Mr Ferreirinha, the straightener of the municipality of Odemira

“My father and grandfather already had this gift, it came from generation to generation, a generation of masters”

You can still feel the heat as soon as you arrive at the small village of Castelão, in the parish of São Luís, in the municipality of Odemira, the largest in Portugal. Sought after by people even from the Algarve, Manuel Ferreira, 68 years old, provides a service that hardly exists anymore, but is in great demand. Better known as “Ferreirinha”, he says he believes in the gift of straightening people’s bones.

Born into a family of amateurs (that's how straighteners are called in Alentejo), he soon realized that he also had the gift of straightening bones. Since he was little, he had watched his father, but one day, at the tender age of 9, he broke his leg in two places, with the butt of an ox, and his father had to be the one to do it. tomorrow. “I didn’t even need to go to the doctor,” he says.

Do you feel that this bad luck contributed to the awakening of this art of tomorrow and helping people: “this gift was born with me, it made me believe and make this my profession”.

Despite the 32 years he has worked as a groomer, Manuel Ferreira had no studies, but soon began to list: “I know the ribs that people have: two on each side, seven universal ones and five main ribs on the chest…”, almost as if he were seeing an x-ray. “This is born with the person and the person almost imagines it if they were seeing it”.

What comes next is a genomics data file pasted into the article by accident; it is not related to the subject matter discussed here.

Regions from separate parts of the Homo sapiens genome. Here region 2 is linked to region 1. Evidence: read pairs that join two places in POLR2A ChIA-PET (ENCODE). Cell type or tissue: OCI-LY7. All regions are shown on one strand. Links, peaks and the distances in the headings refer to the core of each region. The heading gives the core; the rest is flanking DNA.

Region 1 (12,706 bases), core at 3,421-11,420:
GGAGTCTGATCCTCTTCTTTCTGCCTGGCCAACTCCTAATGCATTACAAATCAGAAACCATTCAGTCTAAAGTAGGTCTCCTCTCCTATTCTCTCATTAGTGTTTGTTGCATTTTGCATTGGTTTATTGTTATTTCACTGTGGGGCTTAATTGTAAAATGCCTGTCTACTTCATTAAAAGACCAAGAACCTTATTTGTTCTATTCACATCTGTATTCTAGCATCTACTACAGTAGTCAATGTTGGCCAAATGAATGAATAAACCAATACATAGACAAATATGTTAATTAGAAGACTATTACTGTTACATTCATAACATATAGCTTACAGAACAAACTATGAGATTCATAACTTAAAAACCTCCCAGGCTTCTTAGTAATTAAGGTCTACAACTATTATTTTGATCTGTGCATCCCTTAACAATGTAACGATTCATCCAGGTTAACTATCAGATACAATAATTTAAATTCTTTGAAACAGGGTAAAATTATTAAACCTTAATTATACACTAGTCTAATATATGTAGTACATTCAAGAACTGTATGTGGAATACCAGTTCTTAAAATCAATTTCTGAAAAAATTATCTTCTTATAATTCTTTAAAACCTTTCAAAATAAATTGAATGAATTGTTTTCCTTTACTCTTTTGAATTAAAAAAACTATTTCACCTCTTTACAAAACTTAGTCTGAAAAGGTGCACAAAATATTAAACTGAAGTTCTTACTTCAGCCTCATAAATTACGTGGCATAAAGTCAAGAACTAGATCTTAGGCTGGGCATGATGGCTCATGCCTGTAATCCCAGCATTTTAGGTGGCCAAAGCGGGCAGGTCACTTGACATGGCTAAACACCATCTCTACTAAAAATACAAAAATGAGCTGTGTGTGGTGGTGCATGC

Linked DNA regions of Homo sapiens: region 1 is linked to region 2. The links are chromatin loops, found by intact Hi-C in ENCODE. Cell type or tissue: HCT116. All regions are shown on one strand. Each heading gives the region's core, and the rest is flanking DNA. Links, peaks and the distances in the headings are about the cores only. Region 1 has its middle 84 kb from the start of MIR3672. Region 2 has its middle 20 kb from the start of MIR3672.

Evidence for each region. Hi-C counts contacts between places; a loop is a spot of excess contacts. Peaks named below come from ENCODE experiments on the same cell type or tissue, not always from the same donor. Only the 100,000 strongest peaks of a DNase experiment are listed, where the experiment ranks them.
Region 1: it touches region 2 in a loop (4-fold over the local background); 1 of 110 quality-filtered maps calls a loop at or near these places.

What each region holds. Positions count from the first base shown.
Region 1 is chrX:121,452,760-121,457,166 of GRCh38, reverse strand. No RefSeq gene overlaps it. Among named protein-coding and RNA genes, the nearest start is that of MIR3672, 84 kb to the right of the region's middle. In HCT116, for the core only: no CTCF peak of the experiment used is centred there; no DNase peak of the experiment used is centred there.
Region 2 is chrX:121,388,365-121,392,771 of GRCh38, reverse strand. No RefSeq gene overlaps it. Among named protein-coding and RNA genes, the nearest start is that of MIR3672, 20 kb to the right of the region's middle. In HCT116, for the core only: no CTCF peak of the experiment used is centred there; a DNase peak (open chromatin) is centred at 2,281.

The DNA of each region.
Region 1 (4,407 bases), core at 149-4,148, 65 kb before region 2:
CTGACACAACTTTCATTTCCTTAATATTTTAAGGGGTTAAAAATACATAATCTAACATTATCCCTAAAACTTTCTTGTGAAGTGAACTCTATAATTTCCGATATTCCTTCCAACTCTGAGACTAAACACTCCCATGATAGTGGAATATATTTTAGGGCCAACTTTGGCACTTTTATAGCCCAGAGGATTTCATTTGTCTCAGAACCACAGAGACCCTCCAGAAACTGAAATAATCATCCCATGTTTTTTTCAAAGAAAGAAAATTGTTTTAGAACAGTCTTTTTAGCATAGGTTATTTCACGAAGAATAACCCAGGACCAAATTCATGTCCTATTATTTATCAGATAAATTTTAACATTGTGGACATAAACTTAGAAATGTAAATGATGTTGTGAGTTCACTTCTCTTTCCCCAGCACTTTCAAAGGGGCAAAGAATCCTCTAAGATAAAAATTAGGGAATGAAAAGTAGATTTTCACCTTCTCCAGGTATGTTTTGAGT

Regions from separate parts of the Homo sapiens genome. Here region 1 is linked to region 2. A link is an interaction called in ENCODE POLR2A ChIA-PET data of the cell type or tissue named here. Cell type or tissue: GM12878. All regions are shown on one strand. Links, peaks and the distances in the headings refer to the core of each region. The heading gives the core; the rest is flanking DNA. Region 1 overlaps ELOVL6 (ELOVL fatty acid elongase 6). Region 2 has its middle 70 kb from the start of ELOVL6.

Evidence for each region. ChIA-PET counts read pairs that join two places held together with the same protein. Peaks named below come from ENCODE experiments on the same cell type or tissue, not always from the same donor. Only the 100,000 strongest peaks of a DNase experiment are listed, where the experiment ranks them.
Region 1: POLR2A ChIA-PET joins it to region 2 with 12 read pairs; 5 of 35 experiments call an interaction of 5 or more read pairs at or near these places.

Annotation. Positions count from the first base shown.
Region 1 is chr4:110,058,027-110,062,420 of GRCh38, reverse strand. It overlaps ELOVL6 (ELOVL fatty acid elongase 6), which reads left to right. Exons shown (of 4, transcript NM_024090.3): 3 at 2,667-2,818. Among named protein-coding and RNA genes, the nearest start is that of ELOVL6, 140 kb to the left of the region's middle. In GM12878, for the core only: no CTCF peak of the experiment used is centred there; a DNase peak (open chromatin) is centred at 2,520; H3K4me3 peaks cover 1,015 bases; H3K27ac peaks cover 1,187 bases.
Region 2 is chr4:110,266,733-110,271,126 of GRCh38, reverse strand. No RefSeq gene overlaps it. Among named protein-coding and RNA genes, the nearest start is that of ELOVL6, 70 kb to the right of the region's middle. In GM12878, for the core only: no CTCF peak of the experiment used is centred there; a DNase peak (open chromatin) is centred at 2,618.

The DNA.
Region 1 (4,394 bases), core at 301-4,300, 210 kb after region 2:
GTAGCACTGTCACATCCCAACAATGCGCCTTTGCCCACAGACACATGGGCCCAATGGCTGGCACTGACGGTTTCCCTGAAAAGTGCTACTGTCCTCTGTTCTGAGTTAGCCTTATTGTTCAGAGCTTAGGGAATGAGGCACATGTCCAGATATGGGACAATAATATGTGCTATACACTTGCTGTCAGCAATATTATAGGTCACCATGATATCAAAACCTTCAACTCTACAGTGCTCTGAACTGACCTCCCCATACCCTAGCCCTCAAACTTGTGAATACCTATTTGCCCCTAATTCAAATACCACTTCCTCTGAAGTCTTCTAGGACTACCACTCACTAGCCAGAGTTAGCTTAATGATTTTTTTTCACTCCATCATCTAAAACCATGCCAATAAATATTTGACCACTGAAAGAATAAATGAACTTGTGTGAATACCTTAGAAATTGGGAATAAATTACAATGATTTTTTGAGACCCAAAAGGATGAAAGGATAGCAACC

Mr. Ferreirinha has his secrets and preferences about the way he treats people: “there are many ways, there are many differences”, he explains, adding that some people have to be aligned lying down, others sitting, it all depends on the pulse rate or even if the person has already had “a thrombosis or something else”.

“Each case is different” and, if he realizes that the person has a more serious situation, the doctor immediately sends him to the doctor, “I don’t tame, I don’t touch”, despite being upset at not being able to help.

Sometimes, people “ask me for everything, but I can't”, as they come looking for this light, creating expectations and faith when they find no other alternative.

There isn't a day that goes by that Ferreirinha doesn't get home from work in the fields and doesn't find people at his door. Sometimes, she even has to stop her farming tasks and return home, due to the many calls she receives to meet people and straighten them out.

The straightener only doesn't work on holidays and Sunday afternoons, to go for a walk. Other than that, he never refuses to treat any person, except in cases where it is impossible to touch them. “Each case is different” is what he always repeats when someone comes along.



Despite just wanting to do good, things don't always go well. Manuel Ferreira remembers some more serious cases that passed through his hands. One of them was a few years ago, when an elderly man came from Sines (35 kilometers away), “with his jaw detached”. “I had to unclip everything, my chin dropped and I had to put it back together, but I got scared, I don’t want to do that again.”

There have also been cases that even end up going well, but whose final outcome is not certain in advance. He remembers a day when, early in the morning, a child arrived with a neck problem and was unable to move, but within a few minutes he left smiling, as if nothing had happened.

Manuel Ferreira says he is not indifferent: “my pride is in staying well”.